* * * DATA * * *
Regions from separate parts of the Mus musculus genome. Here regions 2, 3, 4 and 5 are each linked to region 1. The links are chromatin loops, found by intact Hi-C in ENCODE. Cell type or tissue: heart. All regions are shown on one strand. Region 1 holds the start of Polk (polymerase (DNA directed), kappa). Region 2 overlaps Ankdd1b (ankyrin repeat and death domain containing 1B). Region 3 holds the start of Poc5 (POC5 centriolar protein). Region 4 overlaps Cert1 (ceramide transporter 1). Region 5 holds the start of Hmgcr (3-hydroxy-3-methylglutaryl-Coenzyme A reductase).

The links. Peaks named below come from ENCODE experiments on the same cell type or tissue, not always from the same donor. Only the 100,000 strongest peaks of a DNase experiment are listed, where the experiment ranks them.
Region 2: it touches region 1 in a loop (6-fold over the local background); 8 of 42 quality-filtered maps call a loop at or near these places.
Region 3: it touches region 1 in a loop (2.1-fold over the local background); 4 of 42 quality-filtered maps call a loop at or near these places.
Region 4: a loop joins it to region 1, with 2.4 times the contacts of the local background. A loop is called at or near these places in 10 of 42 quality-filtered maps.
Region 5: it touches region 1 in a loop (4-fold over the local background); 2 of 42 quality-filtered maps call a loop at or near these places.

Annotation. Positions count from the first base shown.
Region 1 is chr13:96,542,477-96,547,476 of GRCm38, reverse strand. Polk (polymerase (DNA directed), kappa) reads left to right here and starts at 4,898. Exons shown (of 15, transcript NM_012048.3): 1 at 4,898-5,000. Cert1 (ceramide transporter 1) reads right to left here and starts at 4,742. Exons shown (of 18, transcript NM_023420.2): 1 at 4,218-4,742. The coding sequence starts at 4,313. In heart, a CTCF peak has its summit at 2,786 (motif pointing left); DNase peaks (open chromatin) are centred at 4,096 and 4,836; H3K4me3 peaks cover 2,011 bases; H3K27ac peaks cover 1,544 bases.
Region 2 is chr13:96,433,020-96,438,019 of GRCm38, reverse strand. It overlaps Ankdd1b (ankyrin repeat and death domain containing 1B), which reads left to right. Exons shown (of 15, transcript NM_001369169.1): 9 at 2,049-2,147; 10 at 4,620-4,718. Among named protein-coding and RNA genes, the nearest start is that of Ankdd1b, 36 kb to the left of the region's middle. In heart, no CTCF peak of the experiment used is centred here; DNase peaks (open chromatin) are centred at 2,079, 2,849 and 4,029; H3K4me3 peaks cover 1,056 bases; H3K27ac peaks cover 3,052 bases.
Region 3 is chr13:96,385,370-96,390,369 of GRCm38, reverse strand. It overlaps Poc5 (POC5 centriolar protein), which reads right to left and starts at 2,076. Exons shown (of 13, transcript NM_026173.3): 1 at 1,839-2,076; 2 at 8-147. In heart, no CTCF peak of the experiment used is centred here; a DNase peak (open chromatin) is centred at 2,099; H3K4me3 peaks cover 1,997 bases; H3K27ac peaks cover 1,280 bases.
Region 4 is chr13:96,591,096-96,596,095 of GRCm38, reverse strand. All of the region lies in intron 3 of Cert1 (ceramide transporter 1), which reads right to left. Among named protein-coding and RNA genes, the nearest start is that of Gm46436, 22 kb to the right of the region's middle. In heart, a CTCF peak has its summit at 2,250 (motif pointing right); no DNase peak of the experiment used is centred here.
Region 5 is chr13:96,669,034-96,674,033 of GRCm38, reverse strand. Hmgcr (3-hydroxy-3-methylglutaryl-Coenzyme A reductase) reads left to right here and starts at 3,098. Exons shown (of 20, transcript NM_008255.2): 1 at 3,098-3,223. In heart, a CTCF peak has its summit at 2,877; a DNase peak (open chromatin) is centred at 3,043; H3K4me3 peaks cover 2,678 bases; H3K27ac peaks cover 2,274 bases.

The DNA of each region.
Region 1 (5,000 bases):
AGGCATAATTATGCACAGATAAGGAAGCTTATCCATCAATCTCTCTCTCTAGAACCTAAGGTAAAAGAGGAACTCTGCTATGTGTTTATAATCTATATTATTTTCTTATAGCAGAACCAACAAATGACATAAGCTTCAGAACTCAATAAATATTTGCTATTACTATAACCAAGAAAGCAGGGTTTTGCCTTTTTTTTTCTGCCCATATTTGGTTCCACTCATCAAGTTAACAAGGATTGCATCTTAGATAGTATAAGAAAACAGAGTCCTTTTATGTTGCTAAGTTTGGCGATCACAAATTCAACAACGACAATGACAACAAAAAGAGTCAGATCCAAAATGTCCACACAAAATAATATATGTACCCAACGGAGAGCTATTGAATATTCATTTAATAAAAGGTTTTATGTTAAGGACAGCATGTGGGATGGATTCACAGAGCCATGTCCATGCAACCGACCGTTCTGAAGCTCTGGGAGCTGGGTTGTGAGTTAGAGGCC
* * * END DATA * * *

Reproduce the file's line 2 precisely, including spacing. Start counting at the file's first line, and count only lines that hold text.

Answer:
The links. Peaks named below come from ENCODE experiments on the same cell type or tissue, not always from the same donor. Only the 100,000 strongest peaks of a DNase experiment are listed, where the experiment ranks them.